November 30, 2015

The Lone Bidder, Vision Fleet Wins Back Contract To Supply Electric Cars To Indy

(File photo) - Christopher Ayers/WFYI

(File photo)

Christopher Ayers/WFYI

INDIANAPOLIS -- After a lawsuit and months-long bidding process, the same company will continue to supply Indianapolis city departments with electric vehicles. 

Vision Fleet from California ended up being the only company that submitted a bid to the public works department.

The mayor’s office had issued a contract directly to Vision Fleet for 425 electric cars in October 2014. The Indy City-County Council didn’t like that so it sued the mayor’s office this summer. As a result, Vision Fleet’s current deal was frozen at the 212 electric cars it had rolled out. A new bid was issued to supply city employees with the remaining cars needed.

Last week the public works board signed off on the lone bid, which came from Vision Fleet. There are a few changes in the now shorter, just four years instead of seven, deal, says Hannah Bain, the mayor’s director of constituent services. For one, it won’t be for a set number of cars.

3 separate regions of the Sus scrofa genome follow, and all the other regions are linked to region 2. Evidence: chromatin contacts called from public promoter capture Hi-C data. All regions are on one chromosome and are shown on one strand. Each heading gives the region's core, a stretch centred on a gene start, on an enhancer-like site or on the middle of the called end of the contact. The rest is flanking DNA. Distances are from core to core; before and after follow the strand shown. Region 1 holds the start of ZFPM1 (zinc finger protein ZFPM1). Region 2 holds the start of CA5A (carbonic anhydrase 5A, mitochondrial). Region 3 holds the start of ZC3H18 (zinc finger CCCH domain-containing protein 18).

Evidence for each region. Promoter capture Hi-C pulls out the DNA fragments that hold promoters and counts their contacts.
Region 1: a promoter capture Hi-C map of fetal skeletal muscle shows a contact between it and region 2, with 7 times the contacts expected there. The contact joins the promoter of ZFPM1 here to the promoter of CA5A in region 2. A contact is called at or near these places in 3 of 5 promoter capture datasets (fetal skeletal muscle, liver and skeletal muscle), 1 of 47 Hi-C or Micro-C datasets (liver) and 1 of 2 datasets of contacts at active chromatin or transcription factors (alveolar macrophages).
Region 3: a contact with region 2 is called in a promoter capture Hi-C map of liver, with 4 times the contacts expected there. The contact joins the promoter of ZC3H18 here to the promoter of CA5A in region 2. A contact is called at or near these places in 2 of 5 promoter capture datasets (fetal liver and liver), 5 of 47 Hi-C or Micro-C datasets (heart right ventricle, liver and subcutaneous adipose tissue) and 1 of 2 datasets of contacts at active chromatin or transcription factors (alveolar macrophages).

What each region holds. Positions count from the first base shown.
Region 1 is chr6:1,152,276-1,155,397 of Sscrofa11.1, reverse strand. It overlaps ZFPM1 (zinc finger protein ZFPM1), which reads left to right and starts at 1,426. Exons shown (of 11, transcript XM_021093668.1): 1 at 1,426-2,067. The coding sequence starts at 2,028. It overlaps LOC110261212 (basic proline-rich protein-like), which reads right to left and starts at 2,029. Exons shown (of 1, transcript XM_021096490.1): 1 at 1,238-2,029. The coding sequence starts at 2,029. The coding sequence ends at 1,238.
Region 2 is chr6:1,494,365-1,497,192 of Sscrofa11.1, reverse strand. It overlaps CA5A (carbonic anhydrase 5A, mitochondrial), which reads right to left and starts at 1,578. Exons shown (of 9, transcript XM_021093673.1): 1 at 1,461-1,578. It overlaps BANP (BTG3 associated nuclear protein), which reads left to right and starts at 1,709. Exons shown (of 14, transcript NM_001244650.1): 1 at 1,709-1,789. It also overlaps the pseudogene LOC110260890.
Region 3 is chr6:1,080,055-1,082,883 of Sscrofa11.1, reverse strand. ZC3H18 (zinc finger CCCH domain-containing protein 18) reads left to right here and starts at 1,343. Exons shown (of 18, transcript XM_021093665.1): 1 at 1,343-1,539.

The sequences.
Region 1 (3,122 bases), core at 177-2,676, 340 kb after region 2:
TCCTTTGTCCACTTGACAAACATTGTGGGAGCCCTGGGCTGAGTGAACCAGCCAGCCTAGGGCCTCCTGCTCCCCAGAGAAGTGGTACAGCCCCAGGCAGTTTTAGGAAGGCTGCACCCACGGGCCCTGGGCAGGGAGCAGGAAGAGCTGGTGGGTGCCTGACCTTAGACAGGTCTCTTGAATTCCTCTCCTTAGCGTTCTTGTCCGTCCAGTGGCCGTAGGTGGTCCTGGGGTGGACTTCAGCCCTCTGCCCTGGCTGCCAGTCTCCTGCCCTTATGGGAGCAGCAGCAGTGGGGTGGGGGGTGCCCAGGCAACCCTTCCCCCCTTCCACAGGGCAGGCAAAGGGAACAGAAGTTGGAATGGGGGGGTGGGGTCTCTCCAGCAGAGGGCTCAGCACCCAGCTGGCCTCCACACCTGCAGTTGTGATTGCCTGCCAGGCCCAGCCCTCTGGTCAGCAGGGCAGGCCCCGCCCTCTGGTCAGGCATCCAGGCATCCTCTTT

"That number can fluctuate as best meets the needs of the city," Bain told WFYI.

Vision Fleet CEO Michael Brylawski said in a statement Monday his company looks forward to continuing to work with both Mayor Greg Ballard and Mayor-elect Joe Hogsett.

"We are pleased to have a new agreement in place that will allow this successful, innovative program to continue to modernize the City’s fleet, save taxpayer dollars and improve the efficiency of the vehicles our public servants drive every day."

Each car will cost a little less up front, but a few cents more per mile. Plug-in hybrid cars -- Chevy Volts and Ford Fusion Energis -- will cost the city about $8,000 per year. That's an estimate based on the $5,000 initial cost and 68 cents per the average of 12,000 miles driven a year. All-electric Nissan LEAFs will have a $2,000 lower upfront cost.

There will be a four-cent credit when the hybrid cars are driven on their electric charges compared to the gasoline backups.

City agencies will also have more say over the type of cars they're issued. IMPD officers and detectives were the most riled up over the cars they were issued. Gear and equipment could not be properly stored and secured in the Volts they were initially given.

Vision Fleet says city department heads, union representatives and the city council's attorney were involved in the bid review process.

Contact Ryan: 317.489.4491 | | @rpatrickdelaney 

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